I am trying to perform an asynchronous call to an API in the componentWillMount method. Indeed I would like the render method to executed after the componentWillMount method as I need to pass props to the component in my render method.

Here is my code :

class TennisSearchResultsContainer extends React.Component {
  componentWillMount () {
    // TODO: Build markers for the map
    // TODO: Check courtsResults object and database for tennis court
    this.courtsMarkers = this.props.courtsResults.map((court) => {
      return new google.maps.Marker({
        position: new google.maps.LatLng(JSON.parse(court.LOC).coordinates[1], JSON.parse(court.LOC).coordinates[0]),
        title: court.NAME,
        animation: google.maps.Animation.DROP
  render () {
    return <TennisSearchResults criterias={this.props.criterias} courtsMarkers={this.courtsMarkers} />;

I don't understand then why my render method seems to do not wait for the asynchronous call to finish and pass undefined props to my child component...

Am I right? And what should I do to fix that? What is the way to handle this?

  • 3
    you need to use componentDidMount instead as componentWillMount only runs once before the component is mounted to the DOM. So, there's not guarantee that component will be rendered after the AJAX call. – Rowland Apr 9 '17 at 21:47
  • Which part of your code is async? There are a lot of Google Maps calls and it isn't clear if it is one of them, or something else. – Todd Chaffee Apr 9 '17 at 21:53

You might need to understand javascript async behavior better. Async means "don't wait". That the task will happen in the background and other code will continue to execute. A good way to manage this is to set state on your component. For example, when you enter componentDidMount set a loading state to true. Then when your async function completes, set that state to false. In your render function you can then either display a "loading..." message or the data.

Here is some code that shows a simplified example of fetching data async and how you could handle that in React. Open the developer tools in your browser and look at the console output to understand the React lifecycle better.

EDIT: Code has been updated to use the new React Lifecycle recommendations as of April 2018. In summary, I replaced componentWillMount with the safer componentDidMount.

It might seem inefficient to update the state after the component has already mounted, as 'componentDIDmount' correctly implies. However, per the official React documentation on componentDidMount:

"If you need to load data from a remote endpoint, this is a good place to instantiate the network request."

"Calling setState() in this method will trigger an extra rendering, but it will happen before the browser updates the screen. This guarantees that even though the render() will be called twice in this case, the user won’t see the intermediate state."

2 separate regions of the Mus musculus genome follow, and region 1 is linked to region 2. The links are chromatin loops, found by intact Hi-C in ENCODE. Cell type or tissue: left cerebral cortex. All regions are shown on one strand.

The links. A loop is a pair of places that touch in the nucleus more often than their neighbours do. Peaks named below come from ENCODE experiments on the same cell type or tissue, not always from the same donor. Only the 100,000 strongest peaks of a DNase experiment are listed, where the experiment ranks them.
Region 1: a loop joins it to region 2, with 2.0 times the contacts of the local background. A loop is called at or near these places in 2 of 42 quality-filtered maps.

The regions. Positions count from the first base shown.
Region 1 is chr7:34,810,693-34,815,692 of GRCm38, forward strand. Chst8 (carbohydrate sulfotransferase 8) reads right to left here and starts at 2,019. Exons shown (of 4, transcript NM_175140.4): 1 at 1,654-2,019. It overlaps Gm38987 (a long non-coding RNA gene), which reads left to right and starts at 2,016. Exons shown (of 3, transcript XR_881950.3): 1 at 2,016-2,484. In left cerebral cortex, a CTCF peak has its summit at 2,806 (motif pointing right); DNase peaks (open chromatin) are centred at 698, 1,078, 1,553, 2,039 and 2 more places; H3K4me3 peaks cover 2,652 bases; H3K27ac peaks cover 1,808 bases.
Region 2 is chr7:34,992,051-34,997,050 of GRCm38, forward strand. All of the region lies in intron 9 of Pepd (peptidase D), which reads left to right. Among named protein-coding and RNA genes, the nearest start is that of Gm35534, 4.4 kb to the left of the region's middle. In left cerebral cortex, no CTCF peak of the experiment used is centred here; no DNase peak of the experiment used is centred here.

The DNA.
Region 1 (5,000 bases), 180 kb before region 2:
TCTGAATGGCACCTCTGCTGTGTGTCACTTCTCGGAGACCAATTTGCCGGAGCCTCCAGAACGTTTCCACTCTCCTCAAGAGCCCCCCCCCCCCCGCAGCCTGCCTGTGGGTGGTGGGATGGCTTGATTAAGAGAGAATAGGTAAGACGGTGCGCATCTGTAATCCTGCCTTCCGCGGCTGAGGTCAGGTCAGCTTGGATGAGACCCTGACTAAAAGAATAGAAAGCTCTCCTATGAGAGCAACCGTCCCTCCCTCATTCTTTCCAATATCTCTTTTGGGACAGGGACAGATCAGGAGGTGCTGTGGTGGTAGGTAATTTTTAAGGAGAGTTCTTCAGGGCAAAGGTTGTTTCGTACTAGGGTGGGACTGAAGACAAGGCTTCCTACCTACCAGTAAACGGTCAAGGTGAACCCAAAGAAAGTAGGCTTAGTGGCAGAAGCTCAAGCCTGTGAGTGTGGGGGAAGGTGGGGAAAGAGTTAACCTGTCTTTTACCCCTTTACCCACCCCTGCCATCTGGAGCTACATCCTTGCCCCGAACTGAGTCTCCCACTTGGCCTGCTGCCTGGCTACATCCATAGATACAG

Here's the complete example code:

class MyComponent extends React.Component {
  constructor(props) {

    console.log('This happens 1st.');

    this.state = {
      loading: 'initial',
      data: ''


  loadData() {
    var promise = new Promise((resolve, reject) => { 
      setTimeout(() => {
        console.log('This happens 6th (after 3 seconds).');
        resolve('This is my data.');
      }, 3000);

    console.log('This happens 4th.');

    return promise;

  componentDidMount() {

    console.log('This happens 3rd.');

    this.setState({ loading: 'true' });
    .then((data) => {
      console.log('This happens 7th.');
        data: data,
        loading: 'false'

  render() {

    if (this.state.loading === 'initial') {
      console.log('This happens 2nd - after the class is constructed. You will not see this element because React is still computing changes to the DOM.');
      return <h2>Intializing...</h2>;

    if (this.state.loading === 'true') {
      console.log('This happens 5th - when waiting for data.');
      return <h2>Loading...</h2>;

    console.log('This happens 8th - after I get data.');
    return (
        <p>Got some data!</p>

  <MyComponent />,

And here is the working example on CodePen.

Finally, I think this image of the modern React lifecycle created by React maintainer Dan Abramov is helpful in visualizing what happens and when.

enter image description here

NOTE that as of of React 16.4, this lifecycle diagram has a small inaccuracy: getDerivedStateFromProps is now also called after setState as well as forceUpdate. See this article from the official React blog about the Bugfix for getDerivedStateFromProps

This interactive version of the React lifecycle diagram created by Wojciech Maj allows you to select React version >16.04 with the latest behavior (still accurate as of React 16.8.6, March 27, 2019). Make sure you check the "Show less common lifecycles" option.

  • 3
    Note that as of React 16.4, this lifecycle diagram has a small inaccuracy: getDerivedStateFromProps is now also called after a setState (as well as a forceUpdate?). See reactjs.org/blog/2018/05/23/… – Matt Kramer Jul 26 '18 at 18:30
  • 2
    @MattKramer thank you for pointing that out. I have updated the answer to include that note. – Todd Chaffee Jul 26 '18 at 22:16

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